The founder of the UK’s first hydraulic fracturing company has warned that UK hydraulic fracturing operations are impossible on any meaningful scale and will not help the energy price crisis.
Chris Cornelius, the geologist who founded Quadrilla Resources, which drilled the UK’s first modern hydraulic fracturing well in Lancashire, told The Guardian he believes the government support for her It’s just a “political gesture”.
“I don’t think there is any chance of hydraulic fracturing in the UK in the near term.”
He said that when Cuadrilla worked here, he discovered that the UK’s geology was unsuitable for large-scale fracking. ‘No sane investors’ would take The risk of embarking on big projects is here, He said. “It’s a very difficult geology, compared to North America [where fracking is a major industry]. “
Unlike gas-bearing shale deposits in the United States, the UK shale resource is “severely flawed and fragmented”, making it very difficult to exploit on any scale.
Liz Truss, Prime Minister, made it clear that she supports hydraulic fracturing and his will Lifting the moratorium in effect since 2019, although it remains to be seen where and how the sites will be licensed. She said she hopes to see gas from the fracking sites as soon as six months from now.
But Cornelius said it “won’t happen.” Truss’ decision to give the green light to fracking “will have no effect” on UK power supplyHe told the Guardian in an interview. “She makes good soundtracks but I can’t see anything going on,” he said.
In the long term, he said it was possible to have a few local operations, but they would be small and could not make a meaningful contribution to the UK’s energy needs. “They will never be so widespread, because capital costs It is a huge issue.
Cornelius and his former colleague, Mark Linder, who handled public affairs for Cuadrilla in his early days, said in the Guardian today that the UK has been over-regulated, having “specialized the energy sector with regulations that impede standard operations in agriculture and other industries”. But Cornelius said this was not likely to change and that the shredding mills would not be given the “social licence” to operate.
Quadrilla, founded in 2007, was the first company to use Modern hydraulic fracturing and horizontal drilling technology in UK On dense shale rock, first at a site in Lancashire in 2011 and continuing through 2018. Shale shale, which contains small pockets of methane, is blasted with a mixture of sand, water and chemicals to create fissures through which gas can escape, suctioned from the Surface.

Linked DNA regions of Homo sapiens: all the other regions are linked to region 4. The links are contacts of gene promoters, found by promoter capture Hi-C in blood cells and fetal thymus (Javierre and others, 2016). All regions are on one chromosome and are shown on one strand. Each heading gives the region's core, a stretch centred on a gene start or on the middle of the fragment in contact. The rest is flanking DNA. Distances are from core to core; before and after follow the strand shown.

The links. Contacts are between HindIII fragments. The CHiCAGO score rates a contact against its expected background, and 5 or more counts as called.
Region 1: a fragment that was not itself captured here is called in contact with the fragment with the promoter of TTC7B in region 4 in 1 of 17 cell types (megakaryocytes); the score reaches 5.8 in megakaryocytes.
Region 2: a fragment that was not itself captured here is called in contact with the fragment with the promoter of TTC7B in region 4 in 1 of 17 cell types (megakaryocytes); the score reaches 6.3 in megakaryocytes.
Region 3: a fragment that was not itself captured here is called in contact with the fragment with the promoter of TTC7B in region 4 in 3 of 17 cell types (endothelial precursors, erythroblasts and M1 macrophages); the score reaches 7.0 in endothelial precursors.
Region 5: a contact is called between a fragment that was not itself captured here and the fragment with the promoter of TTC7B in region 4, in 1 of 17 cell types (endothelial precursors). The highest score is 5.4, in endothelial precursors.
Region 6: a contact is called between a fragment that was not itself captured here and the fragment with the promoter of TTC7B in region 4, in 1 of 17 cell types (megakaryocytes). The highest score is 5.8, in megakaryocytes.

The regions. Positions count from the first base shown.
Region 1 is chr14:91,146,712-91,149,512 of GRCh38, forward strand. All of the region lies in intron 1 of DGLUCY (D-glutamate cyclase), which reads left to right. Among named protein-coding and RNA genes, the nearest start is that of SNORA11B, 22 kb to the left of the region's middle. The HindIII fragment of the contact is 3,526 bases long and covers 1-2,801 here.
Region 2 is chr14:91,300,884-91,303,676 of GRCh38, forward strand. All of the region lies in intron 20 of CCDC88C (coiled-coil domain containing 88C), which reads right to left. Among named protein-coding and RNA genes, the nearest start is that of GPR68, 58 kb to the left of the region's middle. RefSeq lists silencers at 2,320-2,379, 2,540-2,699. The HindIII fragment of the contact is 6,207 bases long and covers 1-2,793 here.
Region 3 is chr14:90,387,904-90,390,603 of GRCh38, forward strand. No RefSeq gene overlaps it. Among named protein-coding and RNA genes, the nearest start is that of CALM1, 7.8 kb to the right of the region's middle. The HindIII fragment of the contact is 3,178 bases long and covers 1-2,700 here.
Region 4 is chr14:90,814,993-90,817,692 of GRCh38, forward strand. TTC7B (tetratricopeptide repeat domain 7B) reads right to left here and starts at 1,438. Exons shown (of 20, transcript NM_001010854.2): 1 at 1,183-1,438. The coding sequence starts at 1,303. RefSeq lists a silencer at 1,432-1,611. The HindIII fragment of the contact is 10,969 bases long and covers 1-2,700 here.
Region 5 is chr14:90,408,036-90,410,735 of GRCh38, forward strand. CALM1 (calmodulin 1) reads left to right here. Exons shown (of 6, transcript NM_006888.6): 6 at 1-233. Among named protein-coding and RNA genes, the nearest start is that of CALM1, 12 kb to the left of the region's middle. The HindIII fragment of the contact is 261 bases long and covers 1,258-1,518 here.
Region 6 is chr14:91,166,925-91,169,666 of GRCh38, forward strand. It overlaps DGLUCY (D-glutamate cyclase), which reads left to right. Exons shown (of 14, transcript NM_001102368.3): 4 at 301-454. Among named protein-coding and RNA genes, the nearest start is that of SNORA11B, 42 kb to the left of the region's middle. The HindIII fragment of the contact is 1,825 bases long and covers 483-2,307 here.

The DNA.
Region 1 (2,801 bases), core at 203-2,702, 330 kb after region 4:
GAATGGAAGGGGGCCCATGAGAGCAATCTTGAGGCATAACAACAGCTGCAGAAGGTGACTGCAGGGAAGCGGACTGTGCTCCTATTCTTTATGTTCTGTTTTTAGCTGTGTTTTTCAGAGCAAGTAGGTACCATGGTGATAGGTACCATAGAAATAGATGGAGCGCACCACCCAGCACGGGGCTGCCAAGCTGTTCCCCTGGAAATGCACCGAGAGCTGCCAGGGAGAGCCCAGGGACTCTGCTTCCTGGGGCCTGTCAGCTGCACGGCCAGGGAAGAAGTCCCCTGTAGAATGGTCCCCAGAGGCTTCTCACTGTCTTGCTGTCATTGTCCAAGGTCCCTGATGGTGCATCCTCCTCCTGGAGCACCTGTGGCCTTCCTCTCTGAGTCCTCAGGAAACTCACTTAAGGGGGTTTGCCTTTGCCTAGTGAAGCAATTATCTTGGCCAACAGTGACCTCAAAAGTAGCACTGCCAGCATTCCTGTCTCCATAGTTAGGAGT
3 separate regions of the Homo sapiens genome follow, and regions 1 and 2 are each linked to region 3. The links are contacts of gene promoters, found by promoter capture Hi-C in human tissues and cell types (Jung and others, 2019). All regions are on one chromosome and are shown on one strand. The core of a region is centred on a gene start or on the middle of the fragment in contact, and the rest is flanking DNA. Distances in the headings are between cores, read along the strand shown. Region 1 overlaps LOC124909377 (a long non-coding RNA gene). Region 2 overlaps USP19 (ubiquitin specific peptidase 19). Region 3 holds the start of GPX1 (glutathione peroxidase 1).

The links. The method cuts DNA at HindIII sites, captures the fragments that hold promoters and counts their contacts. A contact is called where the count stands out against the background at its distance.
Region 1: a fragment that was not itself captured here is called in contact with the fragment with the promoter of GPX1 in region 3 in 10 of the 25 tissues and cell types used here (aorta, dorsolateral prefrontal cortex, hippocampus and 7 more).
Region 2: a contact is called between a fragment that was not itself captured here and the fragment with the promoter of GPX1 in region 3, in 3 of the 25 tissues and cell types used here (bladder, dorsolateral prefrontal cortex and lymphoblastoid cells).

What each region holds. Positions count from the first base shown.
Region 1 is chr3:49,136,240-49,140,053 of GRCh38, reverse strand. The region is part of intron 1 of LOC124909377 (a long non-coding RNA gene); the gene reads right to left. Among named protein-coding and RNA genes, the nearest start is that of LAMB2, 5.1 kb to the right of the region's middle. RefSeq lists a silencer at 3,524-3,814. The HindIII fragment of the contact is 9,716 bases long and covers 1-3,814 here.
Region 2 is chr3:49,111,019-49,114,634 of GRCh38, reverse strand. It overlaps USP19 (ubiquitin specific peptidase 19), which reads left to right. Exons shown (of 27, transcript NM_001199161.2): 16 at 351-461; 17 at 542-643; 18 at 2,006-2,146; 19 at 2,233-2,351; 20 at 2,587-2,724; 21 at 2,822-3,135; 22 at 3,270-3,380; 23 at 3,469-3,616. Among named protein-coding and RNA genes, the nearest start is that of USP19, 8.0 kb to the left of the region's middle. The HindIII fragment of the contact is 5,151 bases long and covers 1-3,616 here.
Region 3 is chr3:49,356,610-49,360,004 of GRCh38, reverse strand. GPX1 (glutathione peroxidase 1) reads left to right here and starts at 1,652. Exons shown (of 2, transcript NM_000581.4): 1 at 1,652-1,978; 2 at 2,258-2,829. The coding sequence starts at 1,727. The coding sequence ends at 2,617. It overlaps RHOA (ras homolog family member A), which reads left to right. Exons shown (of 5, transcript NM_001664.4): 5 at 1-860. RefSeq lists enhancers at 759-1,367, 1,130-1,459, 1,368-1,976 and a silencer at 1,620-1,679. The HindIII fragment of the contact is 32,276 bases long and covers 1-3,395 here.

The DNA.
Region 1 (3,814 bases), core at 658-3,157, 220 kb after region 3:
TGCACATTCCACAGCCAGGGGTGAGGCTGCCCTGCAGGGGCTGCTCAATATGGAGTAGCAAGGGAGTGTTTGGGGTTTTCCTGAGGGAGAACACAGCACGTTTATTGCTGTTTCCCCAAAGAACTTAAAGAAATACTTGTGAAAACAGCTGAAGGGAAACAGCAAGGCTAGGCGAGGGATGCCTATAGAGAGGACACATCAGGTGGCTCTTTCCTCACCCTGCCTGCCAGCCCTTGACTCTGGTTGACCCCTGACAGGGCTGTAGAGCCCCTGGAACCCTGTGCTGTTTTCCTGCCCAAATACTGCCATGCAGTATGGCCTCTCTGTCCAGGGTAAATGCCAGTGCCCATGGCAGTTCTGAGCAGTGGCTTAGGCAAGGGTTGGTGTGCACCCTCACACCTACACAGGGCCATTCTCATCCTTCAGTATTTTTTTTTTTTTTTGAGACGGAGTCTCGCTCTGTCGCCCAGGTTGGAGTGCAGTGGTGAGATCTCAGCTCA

However, Quadrilla soon ran into problems, including Failure to report damage to an exploration wellAs public awareness of hydraulic fracturing grew, protests began at potential locations and locations. In 2018, a 1.5-magnitude earthquake occurred near Blackpool Caused cessation of crushing. In February this year, the company said its two wells – the only two to be horizontally drilled and hydraulically fracked in the UK – would be “blocked and abandoned”, according to the Instructions from the organizer.
Cornelius resigned from Quadrilla in 2014 after that Lord Brown, the former head of the oil company BP, took over the presidency. Brown left in 2015. The company declined the opportunity to comment on Cornelius’ opinions.
Quadrilla has spent “hundreds of millions of pounds,” according to its chief executive, Francis Egan, in its efforts to start fracking. However, the company did not produce any gas for sale.
Egan welcomed Announcing this month that the freeze will be liftedHowever, the company has not yet said whether it will open any wells.
Cornelius, an academic geologist, remains a staunch advocate of hydraulic fracturing — “it has been used safely all over the world, all over the United States, without problems” — and of shale gas, but he said the UK’s geology and populous nature made the British countryside It is impossible to create a commercially viable fracking business here.
Cornelius said promoting Truss for hydraulic fracturing was “a political decision in the first place – they should be seen as doing something”. “It makes no economic sense. I don’t think sane people put money into this.”
He added, “This is a sad situation. It is a disappointment. 10 years ago there was an opportunity to look into this [fracking] Logically, but this opportunity is now missed. It was worth looking at back then, but it’s not practical now.”
Cornelius and Linder, writing in the Guardian today, called for investment in key technologies they say are more likely to produce energy than fracking, including geothermal energy and tidal power.
Cornelius, who in 2014 also tried to start fracking under the Irish Sea with a project known as Nebula, which never got started, is involved in a geothermal consortium called Triassic Power, which is evaluating the potential for using underground hot water in some of the kingdom’s geological formations. United as an energy source. He has no commercial interest in tidal power.